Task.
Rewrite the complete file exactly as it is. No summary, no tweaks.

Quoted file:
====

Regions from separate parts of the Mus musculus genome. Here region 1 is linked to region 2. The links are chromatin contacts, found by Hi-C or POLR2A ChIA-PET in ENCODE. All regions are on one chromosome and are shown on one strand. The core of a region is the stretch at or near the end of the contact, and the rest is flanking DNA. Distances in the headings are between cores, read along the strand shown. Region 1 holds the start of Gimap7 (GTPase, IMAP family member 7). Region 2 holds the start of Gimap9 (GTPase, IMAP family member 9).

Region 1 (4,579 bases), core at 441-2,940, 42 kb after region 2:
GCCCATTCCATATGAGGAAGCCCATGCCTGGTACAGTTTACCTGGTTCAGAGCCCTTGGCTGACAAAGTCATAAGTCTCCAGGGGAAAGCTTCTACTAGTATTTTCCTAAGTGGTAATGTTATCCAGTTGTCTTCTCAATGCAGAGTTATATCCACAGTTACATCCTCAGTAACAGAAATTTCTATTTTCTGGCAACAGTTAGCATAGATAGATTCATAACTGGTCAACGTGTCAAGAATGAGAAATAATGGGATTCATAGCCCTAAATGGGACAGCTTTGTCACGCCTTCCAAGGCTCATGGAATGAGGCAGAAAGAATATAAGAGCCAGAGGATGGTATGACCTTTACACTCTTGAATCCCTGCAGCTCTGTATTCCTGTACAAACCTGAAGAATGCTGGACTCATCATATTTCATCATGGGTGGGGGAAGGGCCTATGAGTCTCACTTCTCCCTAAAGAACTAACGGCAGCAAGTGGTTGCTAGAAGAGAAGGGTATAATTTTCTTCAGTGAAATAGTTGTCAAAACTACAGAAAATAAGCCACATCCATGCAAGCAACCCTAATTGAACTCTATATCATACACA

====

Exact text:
Regions from separate parts of the Mus musculus genome. Here region 1 is linked to region 2. The links are chromatin contacts, found by Hi-C or POLR2A ChIA-PET in ENCODE. All regions are on one chromosome and are shown on one strand. The core of a region is the stretch at or near the end of the contact, and the rest is flanking DNA. Distances in the headings are between cores, read along the strand shown. Region 1 holds the start of Gimap7 (GTPase, IMAP family member 7). Region 2 holds the start of Gimap9 (GTPase, IMAP family member 9).

Region 1 (4,579 bases), core at 441-2,940, 42 kb after region 2:
GCCCATTCCATATGAGGAAGCCCATGCCTGGTACAGTTTACCTGGTTCAGAGCCCTTGGCTGACAAAGTCATAAGTCTCCAGGGGAAAGCTTCTACTAGTATTTTCCTAAGTGGTAATGTTATCCAGTTGTCTTCTCAATGCAGAGTTATATCCACAGTTACATCCTCAGTAACAGAAATTTCTATTTTCTGGCAACAGTTAGCATAGATAGATTCATAACTGGTCAACGTGTCAAGAATGAGAAATAATGGGATTCATAGCCCTAAATGGGACAGCTTTGTCACGCCTTCCAAGGCTCATGGAATGAGGCAGAAAGAATATAAGAGCCAGAGGATGGTATGACCTTTACACTCTTGAATCCCTGCAGCTCTGTATTCCTGTACAAACCTGAAGAATGCTGGACTCATCATATTTCATCATGGGTGGGGGAAGGGCCTATGAGTCTCACTTCTCCCTAAAGAACTAACGGCAGCAAGTGGTTGCTAGAAGAGAAGGGTATAATTTTCTTCAGTGAAATAGTTGTCAAAACTACAGAAAATAAGCCACATCCATGCAAGCAACCCTAATTGAACTCTATATCATACACA